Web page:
Smoked Glass Is Back: How to Decorate with the Moody 1970s Accent

Learn the best ways to bring home this retro look.

floating vanity primary bathroom glass pendants 102882701

Kritsada Panichgul

The ‘70s design styles are making a major comeback and, thankfully, we’re leaving behind the vinyl jumpsuits and carpeted bathrooms this time around. This influential decade can be seen not only in today's furnishings (slouchy sofas and oversized disco balls, anyone?) but also in the materials and finishes that are dominating lighting, decor, and furniture categories, says Jen DeRose, senior style editor at Perigold. And at the top of the trend list is smoked glass. 

“There’s something about smoky glass that feels moody, sultry, and seductive; the veiled transparency creates a sense of intrigue and infuses any decor scheme with a bit of edge,” says DeRose. “The aesthetic is all about refined, retro glamour that still feels timeless.”

Interest in smoked glass—also commonly known as smoke glass and smoky glass—is high in all categories, says DeRose, but especially when it comes to tabletop items, like decorative vases and glassware. “They continue to be customer favorites as a good entry point to the look, certainly requiring less commitment than smoky glass architectural applications, such as sleek room dividers, shower enclosures, or even cabinet fronts,” DeRose says. 

Whether you’re looking to invest in smoked glass applications or simply get in on the trend with accessories, there are a few things to keep in mind. Here, DeRose shares her knowledge on smoked glass, including advice on how to give this trend true staying power.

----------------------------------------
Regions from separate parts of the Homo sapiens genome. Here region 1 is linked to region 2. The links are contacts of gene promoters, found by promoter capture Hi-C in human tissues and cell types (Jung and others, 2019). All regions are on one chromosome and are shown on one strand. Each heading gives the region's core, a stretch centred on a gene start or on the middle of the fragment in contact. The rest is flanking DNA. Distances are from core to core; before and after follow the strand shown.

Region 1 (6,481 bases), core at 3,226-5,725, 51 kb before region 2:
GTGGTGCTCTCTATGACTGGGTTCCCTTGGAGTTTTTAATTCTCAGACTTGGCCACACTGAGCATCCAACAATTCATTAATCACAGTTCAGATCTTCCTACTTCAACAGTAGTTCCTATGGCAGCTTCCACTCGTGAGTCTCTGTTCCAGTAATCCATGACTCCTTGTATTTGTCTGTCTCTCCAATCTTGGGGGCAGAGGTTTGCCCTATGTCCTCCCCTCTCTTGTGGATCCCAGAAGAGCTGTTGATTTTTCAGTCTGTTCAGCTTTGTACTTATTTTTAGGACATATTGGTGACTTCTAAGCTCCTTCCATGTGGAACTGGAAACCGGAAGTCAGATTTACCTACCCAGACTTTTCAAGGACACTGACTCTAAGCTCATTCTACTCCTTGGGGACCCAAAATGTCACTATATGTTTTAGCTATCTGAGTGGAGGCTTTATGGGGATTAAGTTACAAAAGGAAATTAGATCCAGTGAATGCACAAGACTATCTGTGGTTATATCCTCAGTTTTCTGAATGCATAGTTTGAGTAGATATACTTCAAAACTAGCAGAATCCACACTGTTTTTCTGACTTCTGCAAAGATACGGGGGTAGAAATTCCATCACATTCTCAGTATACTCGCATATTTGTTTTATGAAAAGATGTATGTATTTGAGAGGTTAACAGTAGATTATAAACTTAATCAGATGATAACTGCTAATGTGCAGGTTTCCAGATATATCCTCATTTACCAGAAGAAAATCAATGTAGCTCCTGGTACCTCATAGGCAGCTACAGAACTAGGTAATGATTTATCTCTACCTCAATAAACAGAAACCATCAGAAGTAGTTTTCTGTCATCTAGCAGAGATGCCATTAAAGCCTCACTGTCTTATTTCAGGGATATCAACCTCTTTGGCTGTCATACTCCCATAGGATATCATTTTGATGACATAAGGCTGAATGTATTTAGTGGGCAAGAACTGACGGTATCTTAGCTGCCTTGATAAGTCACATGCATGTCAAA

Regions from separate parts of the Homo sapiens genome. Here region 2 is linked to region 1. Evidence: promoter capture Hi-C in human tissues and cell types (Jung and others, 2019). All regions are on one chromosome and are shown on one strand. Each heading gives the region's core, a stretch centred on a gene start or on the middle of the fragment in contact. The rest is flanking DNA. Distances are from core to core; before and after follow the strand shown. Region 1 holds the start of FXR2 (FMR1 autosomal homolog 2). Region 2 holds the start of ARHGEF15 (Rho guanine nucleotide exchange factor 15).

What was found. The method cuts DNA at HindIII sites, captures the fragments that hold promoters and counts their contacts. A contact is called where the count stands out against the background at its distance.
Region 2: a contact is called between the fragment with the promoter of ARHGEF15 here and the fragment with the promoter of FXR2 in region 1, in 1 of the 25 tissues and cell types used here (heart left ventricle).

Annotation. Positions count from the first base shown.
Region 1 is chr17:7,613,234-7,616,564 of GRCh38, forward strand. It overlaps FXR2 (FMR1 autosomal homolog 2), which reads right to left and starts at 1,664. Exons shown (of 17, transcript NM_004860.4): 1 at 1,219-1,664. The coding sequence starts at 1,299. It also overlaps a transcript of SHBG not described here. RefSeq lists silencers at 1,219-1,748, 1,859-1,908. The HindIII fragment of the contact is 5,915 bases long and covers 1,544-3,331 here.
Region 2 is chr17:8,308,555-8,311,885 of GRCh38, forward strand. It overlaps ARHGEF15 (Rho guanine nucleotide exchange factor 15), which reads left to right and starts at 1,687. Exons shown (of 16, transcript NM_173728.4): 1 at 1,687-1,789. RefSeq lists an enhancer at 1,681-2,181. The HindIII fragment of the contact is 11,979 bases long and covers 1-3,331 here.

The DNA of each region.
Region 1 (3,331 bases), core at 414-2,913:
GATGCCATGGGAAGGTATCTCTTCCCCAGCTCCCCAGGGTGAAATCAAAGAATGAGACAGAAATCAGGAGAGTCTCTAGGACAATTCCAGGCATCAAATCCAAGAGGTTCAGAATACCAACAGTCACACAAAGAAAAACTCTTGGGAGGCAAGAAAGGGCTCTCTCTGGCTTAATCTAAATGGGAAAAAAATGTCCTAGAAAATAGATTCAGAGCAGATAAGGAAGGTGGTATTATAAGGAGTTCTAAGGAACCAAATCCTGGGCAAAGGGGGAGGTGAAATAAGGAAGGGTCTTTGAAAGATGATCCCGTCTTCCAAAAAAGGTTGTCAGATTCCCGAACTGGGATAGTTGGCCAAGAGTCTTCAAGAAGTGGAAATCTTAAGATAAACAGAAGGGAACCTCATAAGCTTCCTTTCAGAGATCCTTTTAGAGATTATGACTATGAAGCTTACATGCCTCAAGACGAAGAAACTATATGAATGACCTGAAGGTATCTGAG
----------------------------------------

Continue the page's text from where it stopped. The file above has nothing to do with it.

smoked glass vase and drinkware


What Is Smoked Glass?

Smoked glass is certainly on trend, but DeRose says the reason behind its popularity might be surprising. “What’s interesting about smoked glass is that it actually speaks to a handmade, time-honored process, and that, I think, is part of its appeal,” she notes.

“The tinted look comes from layers of smoke residue applied during the glass-making process.” If it’s artisan made, there will likely be unique patterns and contouring with each one-of-a-kind piece. “Glass is an age-old material that combines form, texture, and color and bounces light around a room,” says DeRose. Add in a smoky tint and a beautiful vase becomes a subtle focal point. 

dining room bubble chandelier

Lisa Romerein

How to Style Smoked Glass

It can be difficult to work trends into existing decor (just ask that boucle chair you’ve had your eye on), but calling on smaller items can infuse your space with a hint of smoked glass. Even tabletop accessories can be a statement-worthy way of adding a 1970s edge to your modern space. “Create a collection of smoky glass vases, vessels, and votives. Overlapping glass layers create a sense of dynamism—heightening the play of translucence—while the sparkling candlelight amps up the effect of light and shadow,” says DeRose.

If you want to take the trend to the next level, she suggests infusing the space with other '70s-style furnishings, like shaggy rugs, lounge-style seating, and brown, rust, and cream hues. “It also pairs well with contrasting materials, such as earthy travertine, dark bronze, and ribbed wood,” she says. 

Finally, don’t be afraid to think outside the box when it comes to color. According to DeRose, the glass doesn’t have to take on a black shade. “It can range in coloring from soft gray to warm amber brown,” she says.

living room glass coffee table animal-print sofa

Adam Albright

How to Make a Timeless Statement with Smoked Glass

If you’re looking to make smoked glass an exclamation in your decor, DeRose says it’s all about striking the right balance. She loves the juxtaposition of natural dried pampas grass within a sculptural smoky gray vase. “Or combine a brass and bronze glass chandelier, like Hammerton Studio’s Nebula 1 Pendant, made of blown and cast glass, with an antique walnut table to temper the dramatic with the traditional,” she suggests. For a more subdued look, DeRose says espresso-brown glass gives a similar effect but acts more like a neutral than darker-toned smoked glass.

Whether you plan to go full ‘70s in your decor or add a few punctuations with a simple smoked glass vase or even a collection of smoked glass drinkware, the material is bound to add both visual interest and a trendy yet timeless look to your space.

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